Good morning! Today’s passage (2 Kings 8-10) catalogues the life and times of Jehu, who overthrows the northern kingdom of Israel under Joram, and then destroys Jezebel plus all the descendants of Ahab. Throughout, these three chapters are stories of powerful men behaving badly, and of God allowing the success of the least unrighteous among them, Jehu.
Chapter 8 begins in the neighboring kingdom of Aram. An assistant to the Aramean king, Hazael turns assassin with the foreknowledge of prophet Elisha. (This causes me to both wonder about Elisha’s mercenary intentions, and his ability to travel throughout Palestine, advising whichever kingdom he chooses.) Hazael kills Ben-hadad to ascend the throne of Aram. Meanwhile, over the course of time southern Judah gets pulled astray by their association to northern Israel. Fighting against Aram, Joram is wounded and then consults with the Israelite forces in Jezreel.
This is where Jehu finds Joram at the beginning of chapter 9. First, at Elisha’s command a prophet secretly anoints Jehu king of Israel in place of Joram—a coup by prophetic means. Jehu’s aggression against Ahab’s descendants is framed as God’s vengeance on Jezebel, who (we remember) made such a point of killing prophets of God. Jehu makes pretense and approaches Jezreel. His real aim is to kill Joram for the sins of his ancestor Ahab and Ahab’s wife Jezebel, who still lives. Jehu shoots Joram with an arrow, who then dies in his chariot. Joram’s body is thrown out on the plot of land that used to belong to Naboth, because God never forgets wrongdoing. Ahaziah of Judah, allied with northern Israel, dies by Jehu’s command as well.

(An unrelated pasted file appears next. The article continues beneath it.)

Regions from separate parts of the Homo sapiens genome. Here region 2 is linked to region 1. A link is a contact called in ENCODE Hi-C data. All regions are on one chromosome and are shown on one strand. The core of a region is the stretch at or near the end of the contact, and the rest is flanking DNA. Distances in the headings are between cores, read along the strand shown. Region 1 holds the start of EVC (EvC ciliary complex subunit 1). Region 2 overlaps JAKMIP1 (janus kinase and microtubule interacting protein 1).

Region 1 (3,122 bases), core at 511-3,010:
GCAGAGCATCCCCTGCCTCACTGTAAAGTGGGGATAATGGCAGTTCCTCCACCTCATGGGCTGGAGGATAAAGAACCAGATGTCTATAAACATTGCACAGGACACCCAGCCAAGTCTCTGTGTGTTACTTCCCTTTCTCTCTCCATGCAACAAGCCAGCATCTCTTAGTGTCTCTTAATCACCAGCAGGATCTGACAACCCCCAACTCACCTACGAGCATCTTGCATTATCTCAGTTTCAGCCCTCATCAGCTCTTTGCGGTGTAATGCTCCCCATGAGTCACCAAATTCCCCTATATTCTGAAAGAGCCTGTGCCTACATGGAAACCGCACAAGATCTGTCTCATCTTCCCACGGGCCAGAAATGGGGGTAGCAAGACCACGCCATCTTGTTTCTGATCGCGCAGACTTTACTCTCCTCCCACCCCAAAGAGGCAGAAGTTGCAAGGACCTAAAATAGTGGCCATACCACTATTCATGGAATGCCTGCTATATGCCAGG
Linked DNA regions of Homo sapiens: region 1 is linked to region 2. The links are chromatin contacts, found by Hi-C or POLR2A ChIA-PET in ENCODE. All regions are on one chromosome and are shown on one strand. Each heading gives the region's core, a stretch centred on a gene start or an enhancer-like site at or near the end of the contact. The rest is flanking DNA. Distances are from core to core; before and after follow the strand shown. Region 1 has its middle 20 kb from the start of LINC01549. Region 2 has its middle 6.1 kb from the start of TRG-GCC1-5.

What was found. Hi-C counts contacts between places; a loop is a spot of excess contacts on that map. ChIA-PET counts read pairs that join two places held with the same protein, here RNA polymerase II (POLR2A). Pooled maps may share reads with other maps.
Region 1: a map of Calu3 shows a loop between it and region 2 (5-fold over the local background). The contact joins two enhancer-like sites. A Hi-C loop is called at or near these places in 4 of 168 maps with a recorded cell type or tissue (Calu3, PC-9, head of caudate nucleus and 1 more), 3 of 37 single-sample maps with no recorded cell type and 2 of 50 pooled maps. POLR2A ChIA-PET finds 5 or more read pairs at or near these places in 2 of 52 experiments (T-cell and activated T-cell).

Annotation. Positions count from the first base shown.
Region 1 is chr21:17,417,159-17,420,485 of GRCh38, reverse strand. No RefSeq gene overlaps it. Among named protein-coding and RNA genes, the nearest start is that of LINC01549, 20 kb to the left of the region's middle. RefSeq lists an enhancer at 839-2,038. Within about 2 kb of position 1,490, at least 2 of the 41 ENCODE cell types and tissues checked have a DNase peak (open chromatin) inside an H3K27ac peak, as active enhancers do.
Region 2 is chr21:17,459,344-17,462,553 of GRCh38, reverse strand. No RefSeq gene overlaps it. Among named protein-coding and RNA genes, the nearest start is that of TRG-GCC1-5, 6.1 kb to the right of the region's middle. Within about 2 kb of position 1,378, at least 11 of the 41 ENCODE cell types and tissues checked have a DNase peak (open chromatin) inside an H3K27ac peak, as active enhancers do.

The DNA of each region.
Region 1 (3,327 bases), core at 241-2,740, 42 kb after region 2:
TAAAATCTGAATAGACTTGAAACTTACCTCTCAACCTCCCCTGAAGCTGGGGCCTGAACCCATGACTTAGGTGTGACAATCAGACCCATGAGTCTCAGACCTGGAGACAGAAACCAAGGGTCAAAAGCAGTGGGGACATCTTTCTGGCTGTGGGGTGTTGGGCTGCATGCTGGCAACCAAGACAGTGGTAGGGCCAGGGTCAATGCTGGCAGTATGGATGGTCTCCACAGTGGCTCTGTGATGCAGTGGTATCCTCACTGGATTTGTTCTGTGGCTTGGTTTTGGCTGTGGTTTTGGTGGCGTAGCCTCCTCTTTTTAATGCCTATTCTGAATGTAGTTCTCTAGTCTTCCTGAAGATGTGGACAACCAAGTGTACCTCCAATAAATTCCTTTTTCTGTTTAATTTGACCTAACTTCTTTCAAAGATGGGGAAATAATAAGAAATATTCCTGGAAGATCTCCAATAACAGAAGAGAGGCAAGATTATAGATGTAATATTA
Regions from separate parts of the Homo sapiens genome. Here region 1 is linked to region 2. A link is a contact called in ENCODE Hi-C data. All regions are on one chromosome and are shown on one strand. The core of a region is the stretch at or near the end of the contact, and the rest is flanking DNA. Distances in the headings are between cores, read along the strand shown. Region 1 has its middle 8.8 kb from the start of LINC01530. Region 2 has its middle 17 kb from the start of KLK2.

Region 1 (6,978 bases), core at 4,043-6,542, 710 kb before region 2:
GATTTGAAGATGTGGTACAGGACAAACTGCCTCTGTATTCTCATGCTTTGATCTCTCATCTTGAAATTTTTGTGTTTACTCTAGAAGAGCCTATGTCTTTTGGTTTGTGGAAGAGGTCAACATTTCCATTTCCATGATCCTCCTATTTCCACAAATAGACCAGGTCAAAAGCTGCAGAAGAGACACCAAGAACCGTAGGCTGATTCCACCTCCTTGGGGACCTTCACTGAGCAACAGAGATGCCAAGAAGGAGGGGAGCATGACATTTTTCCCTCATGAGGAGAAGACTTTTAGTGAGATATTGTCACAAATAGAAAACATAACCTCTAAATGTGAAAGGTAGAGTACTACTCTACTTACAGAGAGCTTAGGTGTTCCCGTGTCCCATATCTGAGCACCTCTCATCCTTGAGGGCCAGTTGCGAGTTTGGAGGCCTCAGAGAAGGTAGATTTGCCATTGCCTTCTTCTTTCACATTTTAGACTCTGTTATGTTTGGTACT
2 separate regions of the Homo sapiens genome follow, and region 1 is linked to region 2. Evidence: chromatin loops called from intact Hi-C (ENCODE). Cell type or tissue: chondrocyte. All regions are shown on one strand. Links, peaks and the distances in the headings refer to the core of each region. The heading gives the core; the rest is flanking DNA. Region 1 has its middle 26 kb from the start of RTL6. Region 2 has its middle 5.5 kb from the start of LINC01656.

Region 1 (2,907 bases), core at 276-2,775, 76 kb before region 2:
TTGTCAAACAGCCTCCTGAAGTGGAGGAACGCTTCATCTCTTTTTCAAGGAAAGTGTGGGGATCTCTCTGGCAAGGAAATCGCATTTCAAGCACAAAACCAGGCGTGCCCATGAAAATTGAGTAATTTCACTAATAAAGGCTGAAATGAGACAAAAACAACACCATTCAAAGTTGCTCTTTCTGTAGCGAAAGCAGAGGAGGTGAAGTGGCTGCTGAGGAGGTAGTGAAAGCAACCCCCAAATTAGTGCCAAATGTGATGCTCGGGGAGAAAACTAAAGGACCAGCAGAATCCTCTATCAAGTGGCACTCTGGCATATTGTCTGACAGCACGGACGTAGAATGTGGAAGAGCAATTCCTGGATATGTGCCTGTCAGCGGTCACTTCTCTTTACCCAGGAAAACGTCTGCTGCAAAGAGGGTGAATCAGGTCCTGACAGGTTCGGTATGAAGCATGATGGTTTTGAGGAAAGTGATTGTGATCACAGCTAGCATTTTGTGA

Jehu presses his advantage against the “old order’ of Israel in 2 Kings 10. Servants of Ahab’s descendants kill them in order to gain the good graces of Jehu. Successors of Ahaziah are killed also, and then Jehu kills all the prophets of Baal. The bloodshed of these violent chapters is not enough for God, we hear, because Jehu didn’t stop the idolatry of golden calf worship, but we still hear that God is pleased with his vengeance against the prophets of Baal and descendants of Ahab. Overall, I find little to commend in these chapters—whether Elisha’s meddling, Jehu’s bloodthirst, or the conduct of the previous administrations Ahaziah and Joram. Perhaps (hopefully) your reading will shed more light than mine, but this is a time when we strain to trust the adage that “God writes straight, with crooked lines”, and crooked lives. Happy reading!
Please join discussion of this passage at the Daily Bible Facebook group, or comment below. The passage for tomorrow is 2 Kings 11-14. Thanks for reading!